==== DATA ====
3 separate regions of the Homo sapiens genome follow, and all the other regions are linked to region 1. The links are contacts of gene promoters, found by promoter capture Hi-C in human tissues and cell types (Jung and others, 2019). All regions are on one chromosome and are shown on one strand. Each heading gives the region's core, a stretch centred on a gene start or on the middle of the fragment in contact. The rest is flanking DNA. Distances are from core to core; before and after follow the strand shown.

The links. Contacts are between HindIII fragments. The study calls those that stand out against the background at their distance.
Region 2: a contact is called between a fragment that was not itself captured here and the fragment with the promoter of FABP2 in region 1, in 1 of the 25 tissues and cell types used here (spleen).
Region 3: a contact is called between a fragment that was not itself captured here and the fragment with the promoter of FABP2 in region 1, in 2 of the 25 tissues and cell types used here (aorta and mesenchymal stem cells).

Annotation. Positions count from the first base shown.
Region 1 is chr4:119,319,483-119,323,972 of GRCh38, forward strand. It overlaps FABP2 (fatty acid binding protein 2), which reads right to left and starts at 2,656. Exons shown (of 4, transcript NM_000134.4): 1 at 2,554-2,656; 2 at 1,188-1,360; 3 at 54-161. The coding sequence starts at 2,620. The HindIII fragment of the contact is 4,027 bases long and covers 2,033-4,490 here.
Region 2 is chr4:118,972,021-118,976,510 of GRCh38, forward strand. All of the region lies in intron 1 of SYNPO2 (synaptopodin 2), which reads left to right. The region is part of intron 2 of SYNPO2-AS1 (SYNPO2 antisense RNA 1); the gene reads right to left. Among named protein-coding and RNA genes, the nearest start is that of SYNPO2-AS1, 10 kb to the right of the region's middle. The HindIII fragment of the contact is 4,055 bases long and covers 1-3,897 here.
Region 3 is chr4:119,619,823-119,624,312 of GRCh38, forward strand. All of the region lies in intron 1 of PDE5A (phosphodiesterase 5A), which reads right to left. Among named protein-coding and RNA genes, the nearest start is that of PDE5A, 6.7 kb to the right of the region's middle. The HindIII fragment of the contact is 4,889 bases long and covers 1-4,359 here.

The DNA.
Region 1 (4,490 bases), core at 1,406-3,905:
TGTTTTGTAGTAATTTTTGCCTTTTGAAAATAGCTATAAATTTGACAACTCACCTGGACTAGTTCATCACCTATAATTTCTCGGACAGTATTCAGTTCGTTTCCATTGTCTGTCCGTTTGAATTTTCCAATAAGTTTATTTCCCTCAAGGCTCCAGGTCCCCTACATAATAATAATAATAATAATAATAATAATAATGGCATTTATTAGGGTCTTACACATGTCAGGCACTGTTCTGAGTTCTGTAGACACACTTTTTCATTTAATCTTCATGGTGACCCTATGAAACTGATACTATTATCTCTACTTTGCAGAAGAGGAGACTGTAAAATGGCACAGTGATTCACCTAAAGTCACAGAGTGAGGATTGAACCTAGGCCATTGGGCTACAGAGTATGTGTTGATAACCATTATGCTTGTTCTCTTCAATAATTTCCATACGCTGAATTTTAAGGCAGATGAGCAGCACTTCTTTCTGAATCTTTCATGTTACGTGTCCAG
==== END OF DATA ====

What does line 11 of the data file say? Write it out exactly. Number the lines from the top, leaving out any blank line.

TGTTTTGTAGTAATTTTTGCCTTTTGAAAATAGCTATAAATTTGACAACTCACCTGGACTAGTTCATCACCTATAATTTCTCGGACAGTATTCAGTTCGTTTCCATTGTCTGTCCGTTTGAATTTTCCAATAAGTTTATTTCCCTCAAGGCTCCAGGTCCCCTACATAATAATAATAATAATAATAATAATAATAATGGCATTTATTAGGGTCTTACACATGTCAGGCACTGTTCTGAGTTCTGTAGACACACTTTTTCATTTAATCTTCATGGTGACCCTATGAAACTGATACTATTATCTCTACTTTGCAGAAGAGGAGACTGTAAAATGGCACAGTGATTCACCTAAAGTCACAGAGTGAGGATTGAACCTAGGCCATTGGGCTACAGAGTATGTGTTGATAACCATTATGCTTGTTCTCTTCAATAATTTCCATACGCTGAATTTTAAGGCAGATGAGCAGCACTTCTTTCTGAATCTTTCATGTTACGTGTCCAG